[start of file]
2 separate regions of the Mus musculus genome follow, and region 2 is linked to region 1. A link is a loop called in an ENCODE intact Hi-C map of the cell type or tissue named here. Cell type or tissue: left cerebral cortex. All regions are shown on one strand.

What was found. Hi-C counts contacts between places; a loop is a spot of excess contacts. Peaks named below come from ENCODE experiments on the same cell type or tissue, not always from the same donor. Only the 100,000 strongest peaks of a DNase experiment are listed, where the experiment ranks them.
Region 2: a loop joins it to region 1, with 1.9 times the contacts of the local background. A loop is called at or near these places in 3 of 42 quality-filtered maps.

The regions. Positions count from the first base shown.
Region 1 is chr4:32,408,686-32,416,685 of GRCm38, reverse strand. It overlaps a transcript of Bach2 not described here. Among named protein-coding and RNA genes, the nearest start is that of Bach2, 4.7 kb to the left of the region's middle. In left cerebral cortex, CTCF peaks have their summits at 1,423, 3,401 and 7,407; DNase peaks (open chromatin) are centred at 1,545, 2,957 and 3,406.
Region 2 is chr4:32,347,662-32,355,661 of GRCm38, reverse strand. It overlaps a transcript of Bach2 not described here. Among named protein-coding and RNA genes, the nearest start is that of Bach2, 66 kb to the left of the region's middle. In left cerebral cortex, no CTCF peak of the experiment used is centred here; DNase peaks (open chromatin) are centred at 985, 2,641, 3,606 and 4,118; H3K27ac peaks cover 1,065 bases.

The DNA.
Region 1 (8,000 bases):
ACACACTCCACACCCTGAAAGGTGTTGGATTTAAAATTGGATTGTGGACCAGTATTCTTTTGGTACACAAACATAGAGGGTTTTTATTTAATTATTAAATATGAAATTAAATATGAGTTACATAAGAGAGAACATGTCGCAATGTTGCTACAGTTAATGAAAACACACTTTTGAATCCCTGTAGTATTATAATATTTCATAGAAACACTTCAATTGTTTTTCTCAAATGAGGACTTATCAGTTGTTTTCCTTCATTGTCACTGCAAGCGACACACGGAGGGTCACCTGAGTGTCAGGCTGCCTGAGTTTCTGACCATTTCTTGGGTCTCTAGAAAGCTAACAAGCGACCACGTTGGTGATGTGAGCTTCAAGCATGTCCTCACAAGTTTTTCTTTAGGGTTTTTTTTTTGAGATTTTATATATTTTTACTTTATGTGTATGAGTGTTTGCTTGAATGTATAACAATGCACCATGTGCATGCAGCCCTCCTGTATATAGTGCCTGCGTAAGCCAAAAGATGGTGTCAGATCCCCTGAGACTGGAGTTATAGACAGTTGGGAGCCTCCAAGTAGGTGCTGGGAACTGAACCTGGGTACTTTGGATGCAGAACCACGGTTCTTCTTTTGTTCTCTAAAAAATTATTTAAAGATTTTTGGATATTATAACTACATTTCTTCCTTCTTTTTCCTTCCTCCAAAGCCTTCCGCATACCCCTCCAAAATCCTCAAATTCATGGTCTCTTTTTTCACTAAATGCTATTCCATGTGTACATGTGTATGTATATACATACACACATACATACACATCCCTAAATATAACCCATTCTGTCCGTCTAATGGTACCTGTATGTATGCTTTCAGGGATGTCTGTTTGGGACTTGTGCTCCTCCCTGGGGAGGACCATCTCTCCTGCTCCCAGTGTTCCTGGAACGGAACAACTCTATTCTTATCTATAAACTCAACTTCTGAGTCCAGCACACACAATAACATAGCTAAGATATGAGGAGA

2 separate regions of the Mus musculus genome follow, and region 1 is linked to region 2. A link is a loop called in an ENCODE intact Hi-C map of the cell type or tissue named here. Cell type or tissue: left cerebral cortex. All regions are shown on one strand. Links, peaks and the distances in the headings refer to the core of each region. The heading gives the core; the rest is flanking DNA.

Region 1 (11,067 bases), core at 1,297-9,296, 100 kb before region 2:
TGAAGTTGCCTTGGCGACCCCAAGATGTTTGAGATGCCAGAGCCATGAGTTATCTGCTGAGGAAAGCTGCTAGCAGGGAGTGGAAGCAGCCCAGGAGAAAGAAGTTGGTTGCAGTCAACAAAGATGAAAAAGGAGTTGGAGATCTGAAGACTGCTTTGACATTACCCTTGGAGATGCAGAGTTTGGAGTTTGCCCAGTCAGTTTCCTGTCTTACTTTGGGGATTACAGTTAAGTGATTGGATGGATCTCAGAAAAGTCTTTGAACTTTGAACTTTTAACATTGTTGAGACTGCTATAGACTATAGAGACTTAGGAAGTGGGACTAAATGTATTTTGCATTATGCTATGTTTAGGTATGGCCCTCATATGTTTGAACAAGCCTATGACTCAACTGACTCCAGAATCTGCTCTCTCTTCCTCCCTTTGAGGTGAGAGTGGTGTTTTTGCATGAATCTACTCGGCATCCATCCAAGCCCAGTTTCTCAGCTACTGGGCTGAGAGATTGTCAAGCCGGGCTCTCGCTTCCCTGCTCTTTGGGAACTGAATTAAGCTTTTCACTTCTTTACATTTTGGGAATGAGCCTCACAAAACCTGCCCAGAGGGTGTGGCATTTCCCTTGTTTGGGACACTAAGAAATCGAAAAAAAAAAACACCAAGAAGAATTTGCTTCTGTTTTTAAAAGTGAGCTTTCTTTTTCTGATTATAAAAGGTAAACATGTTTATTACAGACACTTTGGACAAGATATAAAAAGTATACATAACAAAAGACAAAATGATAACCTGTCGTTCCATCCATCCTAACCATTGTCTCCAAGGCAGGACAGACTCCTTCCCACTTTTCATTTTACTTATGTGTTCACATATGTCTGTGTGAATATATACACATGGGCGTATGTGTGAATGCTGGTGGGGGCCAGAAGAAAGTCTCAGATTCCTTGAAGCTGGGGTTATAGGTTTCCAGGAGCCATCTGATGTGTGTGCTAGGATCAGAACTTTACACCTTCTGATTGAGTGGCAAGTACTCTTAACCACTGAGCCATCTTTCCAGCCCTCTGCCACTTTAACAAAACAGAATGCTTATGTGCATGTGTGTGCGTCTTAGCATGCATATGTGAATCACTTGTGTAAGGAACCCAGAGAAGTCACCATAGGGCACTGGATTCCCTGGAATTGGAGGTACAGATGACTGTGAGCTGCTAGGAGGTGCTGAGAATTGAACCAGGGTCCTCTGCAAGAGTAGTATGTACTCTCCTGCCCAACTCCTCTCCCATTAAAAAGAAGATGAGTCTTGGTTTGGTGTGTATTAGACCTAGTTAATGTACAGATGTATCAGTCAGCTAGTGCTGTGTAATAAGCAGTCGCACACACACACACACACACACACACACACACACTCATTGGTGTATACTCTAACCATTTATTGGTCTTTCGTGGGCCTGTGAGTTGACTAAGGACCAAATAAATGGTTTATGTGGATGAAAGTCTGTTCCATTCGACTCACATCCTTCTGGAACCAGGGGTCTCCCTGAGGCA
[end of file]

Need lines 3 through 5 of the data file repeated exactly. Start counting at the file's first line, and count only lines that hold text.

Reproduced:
Region 2: a loop joins it to region 1, with 1.9 times the contacts of the local background. A loop is called at or near these places in 3 of 42 quality-filtered maps.

The regions. Positions count from the first base shown.
Region 1 is chr4:32,408,686-32,416,685 of GRCm38, reverse strand. It overlaps a transcript of Bach2 not described here. Among named protein-coding and RNA genes, the nearest start is that of Bach2, 4.7 kb to the left of the region's middle. In left cerebral cortex, CTCF peaks have their summits at 1,423, 3,401 and 7,407; DNase peaks (open chromatin) are centred at 1,545, 2,957 and 3,406.